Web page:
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2023/2024  KAN-CCMVV1017U  New Frontiers in Branding: From static to dynamic branding approaches (online course)

English Title
New Frontiers in Branding: From static to dynamic branding approaches (online course)

Course information

Language English
Course ECTS 7.5 ECTS
Type Elective
Level Full Degree Master
Duration One Quarter
Start time of the course Second Quarter
Timetable Course schedule will be posted at calendar.cbs.dk
Max. participants 100
Study board
Study Board for cand.merc. and GMA (CM)
Course coordinator
  • Sylvia von Wallpach - Department of Marketing (Marketing)
Main academic disciplines
  • Communication
  • Marketing
Teaching methods
  • Online teaching
Last updated on 15-02-2023

Relevant links

Learning objectives
The course supports students in understanding the evolution from static to more dynamic branding approaches. Students will learn to understand brands as complex, dynamic phenomena and will be provided with theoretical and methodological input to deal with this complexity. The course helps students (a) to enhance their ability of expressing themselves academically and (b) equips them with relevant deep business knowledge for pursuing a career as “state of the art” marketing manager or communications expert.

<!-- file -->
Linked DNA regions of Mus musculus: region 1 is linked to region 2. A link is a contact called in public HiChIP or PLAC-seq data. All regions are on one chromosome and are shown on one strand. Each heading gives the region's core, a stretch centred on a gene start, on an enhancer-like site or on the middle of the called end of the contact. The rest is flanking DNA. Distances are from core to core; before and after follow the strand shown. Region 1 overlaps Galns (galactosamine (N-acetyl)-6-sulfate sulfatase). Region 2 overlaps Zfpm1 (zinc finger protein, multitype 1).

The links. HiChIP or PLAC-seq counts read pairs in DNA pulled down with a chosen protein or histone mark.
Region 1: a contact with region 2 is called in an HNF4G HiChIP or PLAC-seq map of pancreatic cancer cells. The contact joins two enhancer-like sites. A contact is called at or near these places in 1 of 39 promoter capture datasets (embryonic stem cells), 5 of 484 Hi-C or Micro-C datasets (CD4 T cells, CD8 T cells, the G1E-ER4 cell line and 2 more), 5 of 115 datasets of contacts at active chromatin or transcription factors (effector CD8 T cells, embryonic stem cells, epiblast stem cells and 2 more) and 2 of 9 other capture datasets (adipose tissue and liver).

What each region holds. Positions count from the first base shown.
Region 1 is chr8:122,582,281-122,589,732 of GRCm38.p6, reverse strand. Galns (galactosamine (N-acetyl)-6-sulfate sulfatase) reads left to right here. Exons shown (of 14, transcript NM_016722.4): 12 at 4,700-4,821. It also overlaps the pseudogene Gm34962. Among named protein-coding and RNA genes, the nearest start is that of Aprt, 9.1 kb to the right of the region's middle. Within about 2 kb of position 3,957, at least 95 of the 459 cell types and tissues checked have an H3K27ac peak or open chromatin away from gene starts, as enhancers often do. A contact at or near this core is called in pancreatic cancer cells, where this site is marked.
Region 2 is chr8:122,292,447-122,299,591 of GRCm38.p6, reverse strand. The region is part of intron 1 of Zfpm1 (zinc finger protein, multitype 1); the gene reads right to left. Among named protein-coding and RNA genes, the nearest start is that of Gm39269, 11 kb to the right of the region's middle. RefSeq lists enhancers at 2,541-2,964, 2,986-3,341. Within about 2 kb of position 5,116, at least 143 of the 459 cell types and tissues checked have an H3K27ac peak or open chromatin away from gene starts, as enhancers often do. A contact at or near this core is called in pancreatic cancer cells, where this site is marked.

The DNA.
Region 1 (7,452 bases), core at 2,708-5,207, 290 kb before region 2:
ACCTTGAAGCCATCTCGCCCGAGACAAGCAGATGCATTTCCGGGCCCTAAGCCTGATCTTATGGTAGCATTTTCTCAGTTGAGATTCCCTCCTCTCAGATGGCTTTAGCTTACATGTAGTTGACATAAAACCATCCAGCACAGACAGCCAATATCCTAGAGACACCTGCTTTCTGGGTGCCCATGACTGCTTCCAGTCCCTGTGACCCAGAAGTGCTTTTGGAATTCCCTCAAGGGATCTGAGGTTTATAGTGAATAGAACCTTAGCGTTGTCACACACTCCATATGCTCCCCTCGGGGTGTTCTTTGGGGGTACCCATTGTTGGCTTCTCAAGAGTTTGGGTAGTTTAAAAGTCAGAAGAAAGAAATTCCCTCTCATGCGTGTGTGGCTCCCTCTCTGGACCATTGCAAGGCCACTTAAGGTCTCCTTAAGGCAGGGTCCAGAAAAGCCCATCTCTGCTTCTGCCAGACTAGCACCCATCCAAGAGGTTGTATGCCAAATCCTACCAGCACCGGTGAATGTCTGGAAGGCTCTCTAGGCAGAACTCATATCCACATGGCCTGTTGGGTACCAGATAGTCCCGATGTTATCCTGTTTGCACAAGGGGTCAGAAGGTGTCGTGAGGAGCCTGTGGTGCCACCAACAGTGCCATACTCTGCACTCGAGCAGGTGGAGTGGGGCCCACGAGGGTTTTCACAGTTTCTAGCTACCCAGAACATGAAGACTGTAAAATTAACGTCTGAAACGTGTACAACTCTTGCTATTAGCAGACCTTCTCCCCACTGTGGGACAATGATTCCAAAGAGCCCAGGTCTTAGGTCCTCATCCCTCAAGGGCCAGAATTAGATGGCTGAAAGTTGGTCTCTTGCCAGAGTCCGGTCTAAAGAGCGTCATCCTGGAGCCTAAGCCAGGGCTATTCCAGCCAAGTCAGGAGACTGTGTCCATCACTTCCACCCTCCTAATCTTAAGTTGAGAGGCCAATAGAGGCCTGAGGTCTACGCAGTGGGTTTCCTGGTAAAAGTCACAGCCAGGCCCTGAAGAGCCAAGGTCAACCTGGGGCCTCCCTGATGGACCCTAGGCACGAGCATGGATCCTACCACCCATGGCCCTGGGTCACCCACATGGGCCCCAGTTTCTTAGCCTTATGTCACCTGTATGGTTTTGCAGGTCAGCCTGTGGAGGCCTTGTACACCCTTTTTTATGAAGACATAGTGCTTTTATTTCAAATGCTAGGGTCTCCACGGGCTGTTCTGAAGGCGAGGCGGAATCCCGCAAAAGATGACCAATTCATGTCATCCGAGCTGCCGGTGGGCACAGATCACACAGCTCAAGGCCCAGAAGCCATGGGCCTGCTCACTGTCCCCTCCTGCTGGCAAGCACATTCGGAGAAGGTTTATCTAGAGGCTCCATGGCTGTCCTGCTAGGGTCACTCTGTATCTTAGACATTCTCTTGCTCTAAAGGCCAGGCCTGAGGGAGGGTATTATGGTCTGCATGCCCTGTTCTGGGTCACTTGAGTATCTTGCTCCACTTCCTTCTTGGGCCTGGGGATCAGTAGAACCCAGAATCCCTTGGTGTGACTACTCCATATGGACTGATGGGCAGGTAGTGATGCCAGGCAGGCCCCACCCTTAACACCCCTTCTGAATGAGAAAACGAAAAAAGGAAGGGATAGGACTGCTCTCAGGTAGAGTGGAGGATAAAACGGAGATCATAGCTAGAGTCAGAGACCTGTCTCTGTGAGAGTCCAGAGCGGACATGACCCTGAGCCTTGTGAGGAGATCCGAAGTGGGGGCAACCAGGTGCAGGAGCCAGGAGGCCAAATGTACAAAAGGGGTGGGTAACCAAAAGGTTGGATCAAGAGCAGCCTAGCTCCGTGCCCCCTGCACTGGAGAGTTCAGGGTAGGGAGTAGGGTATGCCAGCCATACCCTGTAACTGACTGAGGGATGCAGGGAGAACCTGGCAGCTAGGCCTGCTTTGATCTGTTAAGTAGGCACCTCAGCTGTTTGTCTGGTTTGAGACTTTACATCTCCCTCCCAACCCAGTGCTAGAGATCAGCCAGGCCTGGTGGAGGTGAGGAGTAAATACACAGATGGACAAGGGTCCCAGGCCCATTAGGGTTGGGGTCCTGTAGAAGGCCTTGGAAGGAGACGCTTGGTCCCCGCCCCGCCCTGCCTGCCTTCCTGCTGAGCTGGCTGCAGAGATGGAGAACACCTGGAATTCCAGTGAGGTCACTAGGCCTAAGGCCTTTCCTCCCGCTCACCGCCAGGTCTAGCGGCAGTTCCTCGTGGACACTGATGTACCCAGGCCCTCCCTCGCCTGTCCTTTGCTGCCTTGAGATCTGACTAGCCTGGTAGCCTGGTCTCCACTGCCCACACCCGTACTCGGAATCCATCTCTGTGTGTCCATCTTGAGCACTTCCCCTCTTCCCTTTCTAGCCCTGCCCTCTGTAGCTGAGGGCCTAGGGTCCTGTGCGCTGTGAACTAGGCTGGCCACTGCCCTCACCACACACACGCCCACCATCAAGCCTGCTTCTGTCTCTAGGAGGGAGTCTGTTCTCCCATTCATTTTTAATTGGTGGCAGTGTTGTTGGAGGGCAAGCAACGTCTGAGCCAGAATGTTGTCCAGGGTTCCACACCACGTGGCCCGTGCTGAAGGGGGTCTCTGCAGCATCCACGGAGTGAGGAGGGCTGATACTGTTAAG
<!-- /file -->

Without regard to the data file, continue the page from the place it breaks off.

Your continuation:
At the end of the course, the excellent student should be able to
  • Understand, critically reflect upon and contrast conventional static with dynamic branding approaches based on concepts, models and theories introduced in the course
  • Identify and apply appropriate research methods for studying brands as dynamic phenomena
  • Identify and critically discuss practical implications and limitations of dynamic branding approaches
  • Based on a portfolio of online own contributions, demonstrate the ability to reflect on own activities, interactions and related learnings throughout the course and argue for their substantiveness and relevance for solving the exam case
  • Present a clear and coherent argument for the choice of relevant concepts, theories, and models and follow academic conventions in written presentations
Course prerequisites
Due to overlap the course is closed for cand.merc.BCM students.
New Frontiers in Branding: From static to dynamic branding approaches:
Exam ECTS 7,5
Examination form Home assignment - written product
Individual or group exam Individual exam
Size of written product Max. 15 pages
Assignment type Project
Release of assignment The Assignment is released in Digital Exam (DE) at exam start
Duration 2 weeks to prepare
Grading scale 7-point grading scale
Examiner(s) One internal examiner
Exam period Winter
Make-up exam/re-exam
Same examination form as the ordinary exam